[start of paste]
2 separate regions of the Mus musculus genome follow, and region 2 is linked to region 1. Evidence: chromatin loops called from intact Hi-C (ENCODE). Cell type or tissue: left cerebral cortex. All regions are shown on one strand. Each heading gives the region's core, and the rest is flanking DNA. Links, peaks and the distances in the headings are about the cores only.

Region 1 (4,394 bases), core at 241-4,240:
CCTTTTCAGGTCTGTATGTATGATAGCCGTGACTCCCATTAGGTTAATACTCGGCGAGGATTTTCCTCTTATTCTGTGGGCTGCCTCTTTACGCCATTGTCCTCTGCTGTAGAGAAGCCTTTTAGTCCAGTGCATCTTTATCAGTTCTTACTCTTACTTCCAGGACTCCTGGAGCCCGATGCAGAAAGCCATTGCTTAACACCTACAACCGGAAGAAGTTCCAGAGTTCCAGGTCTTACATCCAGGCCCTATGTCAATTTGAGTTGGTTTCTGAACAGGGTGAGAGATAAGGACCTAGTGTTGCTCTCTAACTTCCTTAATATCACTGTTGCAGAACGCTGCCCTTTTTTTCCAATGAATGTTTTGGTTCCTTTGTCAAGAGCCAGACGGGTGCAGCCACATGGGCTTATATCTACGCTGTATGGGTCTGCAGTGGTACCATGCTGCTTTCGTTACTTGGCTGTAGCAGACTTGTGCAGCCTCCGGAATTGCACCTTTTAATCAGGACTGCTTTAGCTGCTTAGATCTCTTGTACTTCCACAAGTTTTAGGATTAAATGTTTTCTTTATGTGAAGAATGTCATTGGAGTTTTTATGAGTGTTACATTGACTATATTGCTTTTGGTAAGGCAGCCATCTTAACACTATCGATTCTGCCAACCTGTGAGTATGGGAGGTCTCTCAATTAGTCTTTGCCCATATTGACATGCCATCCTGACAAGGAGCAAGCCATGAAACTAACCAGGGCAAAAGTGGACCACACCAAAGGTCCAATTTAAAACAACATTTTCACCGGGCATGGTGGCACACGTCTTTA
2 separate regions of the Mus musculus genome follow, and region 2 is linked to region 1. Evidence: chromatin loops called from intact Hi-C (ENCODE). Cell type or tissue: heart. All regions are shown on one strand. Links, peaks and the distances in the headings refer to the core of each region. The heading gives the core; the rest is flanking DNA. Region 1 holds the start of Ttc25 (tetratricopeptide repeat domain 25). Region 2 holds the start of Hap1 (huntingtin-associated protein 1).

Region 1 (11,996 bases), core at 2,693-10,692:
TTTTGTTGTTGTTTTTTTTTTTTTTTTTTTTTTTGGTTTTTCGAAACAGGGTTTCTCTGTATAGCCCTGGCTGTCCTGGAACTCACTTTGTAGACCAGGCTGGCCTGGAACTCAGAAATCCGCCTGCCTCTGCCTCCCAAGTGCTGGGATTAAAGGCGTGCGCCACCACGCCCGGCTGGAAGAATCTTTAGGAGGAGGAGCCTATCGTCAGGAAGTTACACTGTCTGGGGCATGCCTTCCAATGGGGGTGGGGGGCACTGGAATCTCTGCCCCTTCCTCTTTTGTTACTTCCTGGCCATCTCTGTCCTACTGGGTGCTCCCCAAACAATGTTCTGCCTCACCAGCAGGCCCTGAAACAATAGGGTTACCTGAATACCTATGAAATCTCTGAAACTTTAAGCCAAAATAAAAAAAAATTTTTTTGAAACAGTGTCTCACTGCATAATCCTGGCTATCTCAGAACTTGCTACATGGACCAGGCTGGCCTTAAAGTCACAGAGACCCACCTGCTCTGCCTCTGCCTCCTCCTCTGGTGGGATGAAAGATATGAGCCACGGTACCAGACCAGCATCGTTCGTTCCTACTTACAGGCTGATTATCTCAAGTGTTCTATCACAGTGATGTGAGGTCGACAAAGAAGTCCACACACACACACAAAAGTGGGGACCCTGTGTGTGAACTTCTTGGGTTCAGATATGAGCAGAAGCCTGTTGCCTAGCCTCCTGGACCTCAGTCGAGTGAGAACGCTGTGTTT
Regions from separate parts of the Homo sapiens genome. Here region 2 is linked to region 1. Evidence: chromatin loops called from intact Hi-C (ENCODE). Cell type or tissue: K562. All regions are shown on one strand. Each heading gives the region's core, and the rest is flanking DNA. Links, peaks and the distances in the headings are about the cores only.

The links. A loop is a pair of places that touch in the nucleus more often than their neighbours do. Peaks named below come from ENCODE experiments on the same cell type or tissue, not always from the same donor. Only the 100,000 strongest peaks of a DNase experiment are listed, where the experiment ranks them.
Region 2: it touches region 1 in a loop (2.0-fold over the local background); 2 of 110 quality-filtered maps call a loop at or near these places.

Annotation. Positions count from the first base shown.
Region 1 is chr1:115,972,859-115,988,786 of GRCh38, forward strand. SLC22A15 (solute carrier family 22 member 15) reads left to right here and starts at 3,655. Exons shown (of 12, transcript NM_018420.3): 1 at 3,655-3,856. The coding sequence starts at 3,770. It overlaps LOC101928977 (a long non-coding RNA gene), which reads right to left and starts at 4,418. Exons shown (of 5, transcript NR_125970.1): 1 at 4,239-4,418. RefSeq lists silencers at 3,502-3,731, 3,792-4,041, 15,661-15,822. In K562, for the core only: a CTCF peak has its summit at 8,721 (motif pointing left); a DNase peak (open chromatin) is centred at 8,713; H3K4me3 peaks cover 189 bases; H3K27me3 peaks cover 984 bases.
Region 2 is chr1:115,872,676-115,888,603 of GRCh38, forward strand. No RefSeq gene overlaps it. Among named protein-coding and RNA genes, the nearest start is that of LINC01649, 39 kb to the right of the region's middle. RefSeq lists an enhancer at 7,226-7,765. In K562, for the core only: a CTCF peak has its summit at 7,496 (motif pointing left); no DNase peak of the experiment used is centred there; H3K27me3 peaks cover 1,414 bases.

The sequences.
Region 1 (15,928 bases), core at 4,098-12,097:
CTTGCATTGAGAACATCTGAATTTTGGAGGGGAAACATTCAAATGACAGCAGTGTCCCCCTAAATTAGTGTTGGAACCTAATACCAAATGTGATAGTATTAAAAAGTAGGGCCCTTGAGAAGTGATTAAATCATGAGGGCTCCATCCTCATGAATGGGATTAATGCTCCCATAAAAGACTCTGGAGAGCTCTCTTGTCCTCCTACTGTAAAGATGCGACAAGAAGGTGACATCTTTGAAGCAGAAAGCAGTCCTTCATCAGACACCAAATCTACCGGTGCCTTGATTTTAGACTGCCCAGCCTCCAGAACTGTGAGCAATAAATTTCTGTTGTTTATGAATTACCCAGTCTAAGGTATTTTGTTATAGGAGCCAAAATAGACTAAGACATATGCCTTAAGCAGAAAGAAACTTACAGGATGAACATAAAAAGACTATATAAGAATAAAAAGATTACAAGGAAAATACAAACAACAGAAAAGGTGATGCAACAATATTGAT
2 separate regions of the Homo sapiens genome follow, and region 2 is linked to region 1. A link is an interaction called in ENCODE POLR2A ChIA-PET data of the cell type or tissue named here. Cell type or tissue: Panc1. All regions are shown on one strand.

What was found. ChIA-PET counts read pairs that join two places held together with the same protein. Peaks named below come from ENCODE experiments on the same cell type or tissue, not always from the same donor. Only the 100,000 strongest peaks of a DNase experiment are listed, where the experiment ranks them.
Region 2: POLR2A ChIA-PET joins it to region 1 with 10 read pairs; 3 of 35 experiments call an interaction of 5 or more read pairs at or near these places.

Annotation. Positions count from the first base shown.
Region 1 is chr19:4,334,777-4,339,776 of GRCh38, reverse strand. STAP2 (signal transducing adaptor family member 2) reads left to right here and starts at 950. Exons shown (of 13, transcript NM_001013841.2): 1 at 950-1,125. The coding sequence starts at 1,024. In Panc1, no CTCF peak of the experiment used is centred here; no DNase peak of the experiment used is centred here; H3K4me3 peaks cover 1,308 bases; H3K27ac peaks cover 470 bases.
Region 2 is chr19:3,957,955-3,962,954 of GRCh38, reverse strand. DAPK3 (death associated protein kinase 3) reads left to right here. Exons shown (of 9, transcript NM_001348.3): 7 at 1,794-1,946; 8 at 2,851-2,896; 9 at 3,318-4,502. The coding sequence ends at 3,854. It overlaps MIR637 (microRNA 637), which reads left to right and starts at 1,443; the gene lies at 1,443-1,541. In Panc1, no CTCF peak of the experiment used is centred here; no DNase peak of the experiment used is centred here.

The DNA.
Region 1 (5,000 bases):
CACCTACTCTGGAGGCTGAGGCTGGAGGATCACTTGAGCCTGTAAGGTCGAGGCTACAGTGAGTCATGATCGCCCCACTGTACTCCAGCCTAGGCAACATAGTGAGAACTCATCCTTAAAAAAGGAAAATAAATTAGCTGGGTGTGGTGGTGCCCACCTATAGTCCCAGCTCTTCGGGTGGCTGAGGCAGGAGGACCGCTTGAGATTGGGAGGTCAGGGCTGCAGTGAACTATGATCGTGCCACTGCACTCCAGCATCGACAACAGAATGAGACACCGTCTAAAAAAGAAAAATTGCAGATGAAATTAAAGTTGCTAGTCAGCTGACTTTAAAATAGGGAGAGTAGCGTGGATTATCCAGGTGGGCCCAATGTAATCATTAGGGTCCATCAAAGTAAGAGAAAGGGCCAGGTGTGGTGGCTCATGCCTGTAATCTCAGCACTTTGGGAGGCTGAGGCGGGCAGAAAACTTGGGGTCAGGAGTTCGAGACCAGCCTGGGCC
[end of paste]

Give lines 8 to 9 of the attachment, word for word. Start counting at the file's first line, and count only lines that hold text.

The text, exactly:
The links. A loop is a pair of places that touch in the nucleus more often than their neighbours do. Peaks named below come from ENCODE experiments on the same cell type or tissue, not always from the same donor. Only the 100,000 strongest peaks of a DNase experiment are listed, where the experiment ranks them.
Region 2: it touches region 1 in a loop (2.0-fold over the local background); 2 of 110 quality-filtered maps call a loop at or near these places.